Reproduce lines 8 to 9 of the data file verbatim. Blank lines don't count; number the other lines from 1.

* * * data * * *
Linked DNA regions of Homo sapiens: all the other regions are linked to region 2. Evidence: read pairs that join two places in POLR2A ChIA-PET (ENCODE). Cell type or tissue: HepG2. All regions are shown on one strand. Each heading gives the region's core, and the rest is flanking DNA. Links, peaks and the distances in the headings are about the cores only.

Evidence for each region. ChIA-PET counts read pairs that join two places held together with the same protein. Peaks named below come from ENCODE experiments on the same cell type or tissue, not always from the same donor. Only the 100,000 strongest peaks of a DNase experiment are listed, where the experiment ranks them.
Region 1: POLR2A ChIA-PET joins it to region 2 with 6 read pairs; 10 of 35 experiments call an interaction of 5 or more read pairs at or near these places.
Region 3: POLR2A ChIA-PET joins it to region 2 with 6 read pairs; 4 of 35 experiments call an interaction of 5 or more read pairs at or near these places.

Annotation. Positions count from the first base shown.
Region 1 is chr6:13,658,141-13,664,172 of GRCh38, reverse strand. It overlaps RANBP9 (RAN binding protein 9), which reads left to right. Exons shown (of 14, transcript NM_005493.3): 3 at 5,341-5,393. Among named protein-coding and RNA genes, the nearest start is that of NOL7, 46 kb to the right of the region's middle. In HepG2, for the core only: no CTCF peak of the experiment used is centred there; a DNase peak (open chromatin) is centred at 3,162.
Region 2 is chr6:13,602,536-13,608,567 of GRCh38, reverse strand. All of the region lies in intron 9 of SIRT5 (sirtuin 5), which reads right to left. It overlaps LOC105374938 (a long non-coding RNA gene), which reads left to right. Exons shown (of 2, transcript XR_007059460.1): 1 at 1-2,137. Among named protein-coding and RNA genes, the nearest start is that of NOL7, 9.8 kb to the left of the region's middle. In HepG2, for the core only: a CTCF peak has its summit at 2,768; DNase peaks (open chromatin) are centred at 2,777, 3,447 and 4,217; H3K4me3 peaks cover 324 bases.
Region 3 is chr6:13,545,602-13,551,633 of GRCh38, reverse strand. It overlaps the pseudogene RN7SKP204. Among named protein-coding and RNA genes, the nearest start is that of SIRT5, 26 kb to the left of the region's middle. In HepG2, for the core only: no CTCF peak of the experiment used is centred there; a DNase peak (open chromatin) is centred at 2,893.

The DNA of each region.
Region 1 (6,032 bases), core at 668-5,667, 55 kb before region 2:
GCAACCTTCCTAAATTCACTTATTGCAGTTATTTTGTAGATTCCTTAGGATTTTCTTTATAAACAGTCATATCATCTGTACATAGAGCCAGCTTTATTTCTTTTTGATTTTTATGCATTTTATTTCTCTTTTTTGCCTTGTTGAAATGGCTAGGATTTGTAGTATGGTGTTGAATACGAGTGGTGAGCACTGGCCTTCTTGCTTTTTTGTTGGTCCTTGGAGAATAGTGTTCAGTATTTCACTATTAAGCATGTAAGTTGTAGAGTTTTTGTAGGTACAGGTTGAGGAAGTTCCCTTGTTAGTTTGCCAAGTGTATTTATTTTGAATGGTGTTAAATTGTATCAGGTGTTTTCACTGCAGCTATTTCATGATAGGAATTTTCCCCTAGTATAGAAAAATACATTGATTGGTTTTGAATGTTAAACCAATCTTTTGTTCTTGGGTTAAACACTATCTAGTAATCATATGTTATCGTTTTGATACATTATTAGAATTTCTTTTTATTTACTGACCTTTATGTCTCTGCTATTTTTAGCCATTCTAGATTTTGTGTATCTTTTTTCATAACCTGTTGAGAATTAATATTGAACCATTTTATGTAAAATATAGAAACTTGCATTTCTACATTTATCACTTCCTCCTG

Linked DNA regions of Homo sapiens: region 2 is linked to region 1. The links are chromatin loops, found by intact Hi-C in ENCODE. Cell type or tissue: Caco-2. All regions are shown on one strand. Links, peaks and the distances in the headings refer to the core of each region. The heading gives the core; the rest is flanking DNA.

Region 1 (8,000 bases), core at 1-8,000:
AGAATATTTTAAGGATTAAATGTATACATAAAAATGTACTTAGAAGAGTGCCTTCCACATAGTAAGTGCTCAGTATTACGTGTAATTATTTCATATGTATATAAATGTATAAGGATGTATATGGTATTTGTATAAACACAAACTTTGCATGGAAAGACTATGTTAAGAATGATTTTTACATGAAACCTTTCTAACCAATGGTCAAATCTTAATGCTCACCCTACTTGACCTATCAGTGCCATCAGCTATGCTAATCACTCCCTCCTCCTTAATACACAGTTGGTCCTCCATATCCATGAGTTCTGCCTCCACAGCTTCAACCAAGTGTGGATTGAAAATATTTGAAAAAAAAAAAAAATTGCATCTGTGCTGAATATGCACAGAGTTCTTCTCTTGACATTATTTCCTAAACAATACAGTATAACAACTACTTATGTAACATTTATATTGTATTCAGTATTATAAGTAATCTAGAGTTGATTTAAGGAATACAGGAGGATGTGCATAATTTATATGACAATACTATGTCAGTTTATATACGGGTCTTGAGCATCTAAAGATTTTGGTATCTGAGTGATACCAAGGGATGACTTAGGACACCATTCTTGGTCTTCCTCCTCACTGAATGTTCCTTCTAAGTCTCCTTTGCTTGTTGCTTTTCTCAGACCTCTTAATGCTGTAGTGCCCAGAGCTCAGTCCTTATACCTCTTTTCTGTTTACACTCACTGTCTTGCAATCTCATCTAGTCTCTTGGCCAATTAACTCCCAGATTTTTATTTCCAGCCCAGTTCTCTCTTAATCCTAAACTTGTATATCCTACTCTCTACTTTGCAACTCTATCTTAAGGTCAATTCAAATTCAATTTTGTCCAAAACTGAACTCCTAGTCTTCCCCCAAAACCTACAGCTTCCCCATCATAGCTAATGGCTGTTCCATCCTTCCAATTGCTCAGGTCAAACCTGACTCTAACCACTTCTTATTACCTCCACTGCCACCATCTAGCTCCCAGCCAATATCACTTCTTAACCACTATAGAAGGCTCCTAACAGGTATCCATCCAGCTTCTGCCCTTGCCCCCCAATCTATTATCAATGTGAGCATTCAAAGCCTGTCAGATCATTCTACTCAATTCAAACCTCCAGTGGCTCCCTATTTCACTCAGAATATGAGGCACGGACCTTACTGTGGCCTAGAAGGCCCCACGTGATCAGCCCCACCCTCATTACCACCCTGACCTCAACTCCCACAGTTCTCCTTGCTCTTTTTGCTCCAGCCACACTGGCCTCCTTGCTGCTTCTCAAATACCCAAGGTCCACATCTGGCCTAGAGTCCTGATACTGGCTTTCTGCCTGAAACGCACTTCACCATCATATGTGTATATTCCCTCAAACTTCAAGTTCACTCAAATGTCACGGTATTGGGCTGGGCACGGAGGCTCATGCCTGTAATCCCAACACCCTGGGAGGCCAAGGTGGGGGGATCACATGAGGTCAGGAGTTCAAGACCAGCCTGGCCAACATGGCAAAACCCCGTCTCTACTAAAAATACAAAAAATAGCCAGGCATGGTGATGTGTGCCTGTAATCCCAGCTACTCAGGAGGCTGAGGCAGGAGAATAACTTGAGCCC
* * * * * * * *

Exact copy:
Region 3 is chr6:13,545,602-13,551,633 of GRCh38, reverse strand. It overlaps the pseudogene RN7SKP204. Among named protein-coding and RNA genes, the nearest start is that of SIRT5, 26 kb to the left of the region's middle. In HepG2, for the core only: no CTCF peak of the experiment used is centred there; a DNase peak (open chromatin) is centred at 2,893.

The DNA of each region.